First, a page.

There’s a lot of talk in agriculture today about soil health, specifically the use and benefit of cover crops. As national interest grows, Texas A&M Soil & Crop Sciences staff field many questions regarding the topic. But is cover cropping for everyone?
“Our answers vary widely depending on where we are located and the farmer’s goals,” says Texas AgriLife Extension Agronomist Dr. Calvin Trostle, Lubbock. “For example, my reply to a typical question about cover cropping in the Texas High Plains, especially dryland (15-20 inches of annual rainfall) may differ considerably from my College Station colleagues, where rainfall is about double.
“In my area, I am much more likely to be concerned about potential moisture use by a cover crop. In fact, moisture loss is my primary concern for why cover cropping may not be a feasible endeavor for many producers, especially as you move further west across Texas.”
While Trostle recognizes there is a major amount of observational conclusions about cover cropping and its effectiveness, he also cites a lack of long-term field trial data of five years or more, to determine pros and cons. And while Texas AgriLife may not have a lot of Texas data to share with producers, he says they’re working on it.
“Limited data has been collected on most facets of cover cropping,” says Trostle. “Though I believe, in time, cover cropping will find a place in some cropping systems, with available moisture as a key factor. The very real concern among producers and university staff is the use of moisture by the cover crop in the overall cropping system, especially in semi-arid regions.”
A question he says growers have to ask themselves is, can they afford the moisture loss? “Whether we can or not, and data is still needed on this, we cannot ignore the impact cover crops may have on moisture status.”
In drier regions like the Texas High Plains, the use of cover crops to protect the soil surface may outweigh the immediate need for soil health.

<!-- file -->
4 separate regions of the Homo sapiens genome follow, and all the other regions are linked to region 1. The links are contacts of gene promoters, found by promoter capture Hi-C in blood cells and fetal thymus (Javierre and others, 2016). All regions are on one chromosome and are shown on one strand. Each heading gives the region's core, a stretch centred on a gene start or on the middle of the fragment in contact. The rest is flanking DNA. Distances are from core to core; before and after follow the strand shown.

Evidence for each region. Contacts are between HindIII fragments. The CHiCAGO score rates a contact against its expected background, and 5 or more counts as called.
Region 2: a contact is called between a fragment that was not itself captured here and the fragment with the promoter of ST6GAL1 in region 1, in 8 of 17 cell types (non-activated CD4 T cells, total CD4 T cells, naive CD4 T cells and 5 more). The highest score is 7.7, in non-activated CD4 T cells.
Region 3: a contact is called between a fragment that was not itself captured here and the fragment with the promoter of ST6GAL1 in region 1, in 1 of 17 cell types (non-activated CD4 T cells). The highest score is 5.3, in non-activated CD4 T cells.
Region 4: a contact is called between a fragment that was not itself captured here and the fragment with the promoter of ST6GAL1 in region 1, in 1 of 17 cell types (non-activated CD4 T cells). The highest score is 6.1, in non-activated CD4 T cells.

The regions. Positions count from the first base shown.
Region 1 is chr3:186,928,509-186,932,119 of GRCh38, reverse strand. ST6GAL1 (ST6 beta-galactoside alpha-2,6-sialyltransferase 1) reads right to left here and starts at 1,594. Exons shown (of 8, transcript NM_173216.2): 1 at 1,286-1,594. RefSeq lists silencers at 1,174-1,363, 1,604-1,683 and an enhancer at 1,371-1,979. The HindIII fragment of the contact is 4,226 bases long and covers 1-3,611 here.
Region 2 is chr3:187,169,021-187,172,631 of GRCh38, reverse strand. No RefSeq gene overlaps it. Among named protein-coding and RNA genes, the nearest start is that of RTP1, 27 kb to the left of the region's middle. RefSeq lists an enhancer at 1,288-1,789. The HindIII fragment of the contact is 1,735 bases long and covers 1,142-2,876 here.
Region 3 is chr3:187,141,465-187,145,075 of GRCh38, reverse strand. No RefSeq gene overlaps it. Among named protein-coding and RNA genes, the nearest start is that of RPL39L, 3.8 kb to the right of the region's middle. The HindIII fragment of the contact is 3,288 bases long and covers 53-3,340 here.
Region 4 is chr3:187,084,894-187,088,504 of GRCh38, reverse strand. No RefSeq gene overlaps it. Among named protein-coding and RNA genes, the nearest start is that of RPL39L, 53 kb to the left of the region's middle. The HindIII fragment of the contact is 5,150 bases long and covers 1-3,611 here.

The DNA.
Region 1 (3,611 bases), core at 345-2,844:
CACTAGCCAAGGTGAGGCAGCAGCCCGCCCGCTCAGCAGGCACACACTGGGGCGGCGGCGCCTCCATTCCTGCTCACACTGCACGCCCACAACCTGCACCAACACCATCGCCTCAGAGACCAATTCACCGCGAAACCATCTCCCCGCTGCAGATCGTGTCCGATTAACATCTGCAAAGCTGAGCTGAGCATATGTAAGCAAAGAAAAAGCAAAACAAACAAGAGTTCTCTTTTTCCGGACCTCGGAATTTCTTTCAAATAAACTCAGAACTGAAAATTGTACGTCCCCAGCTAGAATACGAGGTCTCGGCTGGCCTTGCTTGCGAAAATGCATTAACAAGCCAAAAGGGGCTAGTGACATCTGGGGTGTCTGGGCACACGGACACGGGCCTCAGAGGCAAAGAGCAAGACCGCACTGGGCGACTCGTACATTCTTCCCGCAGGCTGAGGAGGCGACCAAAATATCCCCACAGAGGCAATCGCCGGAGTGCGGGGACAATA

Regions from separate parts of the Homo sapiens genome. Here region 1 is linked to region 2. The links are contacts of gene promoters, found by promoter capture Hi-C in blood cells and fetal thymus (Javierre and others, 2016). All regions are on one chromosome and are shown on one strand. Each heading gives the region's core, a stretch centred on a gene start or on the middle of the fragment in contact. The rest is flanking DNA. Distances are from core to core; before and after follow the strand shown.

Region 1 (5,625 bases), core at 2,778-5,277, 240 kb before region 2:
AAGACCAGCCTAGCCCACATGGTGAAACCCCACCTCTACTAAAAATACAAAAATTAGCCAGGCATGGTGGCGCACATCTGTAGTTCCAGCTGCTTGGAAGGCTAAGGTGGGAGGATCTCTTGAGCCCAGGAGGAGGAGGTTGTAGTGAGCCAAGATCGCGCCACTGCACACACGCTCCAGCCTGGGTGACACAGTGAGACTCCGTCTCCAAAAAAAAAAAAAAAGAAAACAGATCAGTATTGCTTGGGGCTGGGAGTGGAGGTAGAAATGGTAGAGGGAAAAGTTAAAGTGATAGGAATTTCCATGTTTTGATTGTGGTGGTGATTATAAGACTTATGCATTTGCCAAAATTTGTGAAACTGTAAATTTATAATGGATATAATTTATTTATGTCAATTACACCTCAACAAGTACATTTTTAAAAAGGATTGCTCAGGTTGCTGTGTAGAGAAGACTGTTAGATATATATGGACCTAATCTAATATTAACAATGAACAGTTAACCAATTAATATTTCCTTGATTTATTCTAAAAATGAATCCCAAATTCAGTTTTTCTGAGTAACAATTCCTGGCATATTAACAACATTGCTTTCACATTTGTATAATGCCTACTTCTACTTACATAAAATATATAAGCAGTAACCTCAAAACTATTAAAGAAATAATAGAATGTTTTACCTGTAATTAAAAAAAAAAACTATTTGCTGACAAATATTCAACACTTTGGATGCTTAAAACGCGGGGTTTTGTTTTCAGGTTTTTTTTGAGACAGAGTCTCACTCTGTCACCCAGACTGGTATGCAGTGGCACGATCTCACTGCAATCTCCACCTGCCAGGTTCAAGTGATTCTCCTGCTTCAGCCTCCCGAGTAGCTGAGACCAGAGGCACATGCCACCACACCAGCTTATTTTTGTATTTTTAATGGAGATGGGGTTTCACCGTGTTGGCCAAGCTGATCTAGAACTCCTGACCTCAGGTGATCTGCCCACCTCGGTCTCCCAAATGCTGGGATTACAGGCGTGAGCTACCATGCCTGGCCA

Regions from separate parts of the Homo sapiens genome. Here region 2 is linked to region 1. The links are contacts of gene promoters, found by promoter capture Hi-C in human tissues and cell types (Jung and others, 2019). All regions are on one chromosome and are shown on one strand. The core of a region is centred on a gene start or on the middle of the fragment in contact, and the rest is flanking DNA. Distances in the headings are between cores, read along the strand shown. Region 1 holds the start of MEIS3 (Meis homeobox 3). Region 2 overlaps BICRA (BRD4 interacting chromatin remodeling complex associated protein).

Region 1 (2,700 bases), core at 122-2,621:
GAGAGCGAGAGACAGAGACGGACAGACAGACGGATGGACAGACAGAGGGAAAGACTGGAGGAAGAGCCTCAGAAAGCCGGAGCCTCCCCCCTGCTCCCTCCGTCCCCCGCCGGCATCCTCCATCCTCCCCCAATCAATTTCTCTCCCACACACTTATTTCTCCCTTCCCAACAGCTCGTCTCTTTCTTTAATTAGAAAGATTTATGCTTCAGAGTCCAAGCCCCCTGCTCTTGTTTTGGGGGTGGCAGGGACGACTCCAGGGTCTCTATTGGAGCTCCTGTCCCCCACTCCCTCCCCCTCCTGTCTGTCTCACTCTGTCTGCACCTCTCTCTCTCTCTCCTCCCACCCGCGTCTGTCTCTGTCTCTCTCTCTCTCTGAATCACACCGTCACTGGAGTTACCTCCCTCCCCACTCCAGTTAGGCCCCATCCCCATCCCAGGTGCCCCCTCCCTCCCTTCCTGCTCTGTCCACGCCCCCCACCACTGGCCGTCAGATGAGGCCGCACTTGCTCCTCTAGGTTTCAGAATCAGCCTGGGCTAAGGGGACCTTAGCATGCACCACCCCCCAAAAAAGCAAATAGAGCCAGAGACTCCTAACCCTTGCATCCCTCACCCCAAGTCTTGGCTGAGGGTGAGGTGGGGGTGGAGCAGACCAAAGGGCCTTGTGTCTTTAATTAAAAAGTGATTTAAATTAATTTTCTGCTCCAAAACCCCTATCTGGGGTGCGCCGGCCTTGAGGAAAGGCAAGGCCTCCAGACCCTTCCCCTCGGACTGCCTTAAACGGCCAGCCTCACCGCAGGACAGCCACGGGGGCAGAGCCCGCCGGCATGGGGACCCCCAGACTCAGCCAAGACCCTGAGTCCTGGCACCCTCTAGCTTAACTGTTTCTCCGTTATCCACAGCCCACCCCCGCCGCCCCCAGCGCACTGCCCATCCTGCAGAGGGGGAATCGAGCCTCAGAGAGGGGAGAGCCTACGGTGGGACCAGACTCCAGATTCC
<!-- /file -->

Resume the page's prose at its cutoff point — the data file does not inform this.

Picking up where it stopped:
“Desired improvements in soil health attributes are dependent upon stopping wind erosion first,” says Trostle.
Before integrating cover cropping into soil management, especially if the goal is soil erosion protection, Trostle urges producers to consider the following:
- Can I achieve many of the benefits attributed to cover crops by instead first focusing on reduction in tillage (no-till, strip till, reduced till)?
- Am I doing what I can to preserve the stubble and residues I have from my current cropping to address some of the same goals as cover cropping?
The Texas agronomist encourages Texas farmers to consider how they can leave more — or all — of their stubble on the surface. “Let the roots be what improves soil structure and increases stable, long-term organic matter; and use the stubble to protect the soil surface from wind and water erosion.”
Cover cropping is credited for contributing the following attributes to the soil:
- Reduced soil erosion,
- Increased water infiltration rates and storage capacity,
- Gradual increase in soil organic matter,
- Better soil aggregation, and
- Increased biological activity in the soil,
Trostle says, the above characteristics — especially in wind-blown West Texas — will not occur until the soil surface receives a blanket of residue, whether from a cash crop like wheat, grain sorghum, and corn and/or a cover crop, likely coupled with a reduction in tillage.
“I encourage growers to tinker a bit and experiment. But again, don’t neglect the consideration of how you might alter or reduce tillage and make use of your existing crop residues to effect similar outcomes in your cropping.”
Trostle says he and his colleagues are interested in learning from growers and their experiences and observations with cover cropping. He welcomes growers to contact their local and regional Texas AIM AgriLife staff.
For initial information on cover cropping, particularly for West Texas, log onto Texas A&M AgriLife at https://lubbock.tamu.edu/cover-crops/.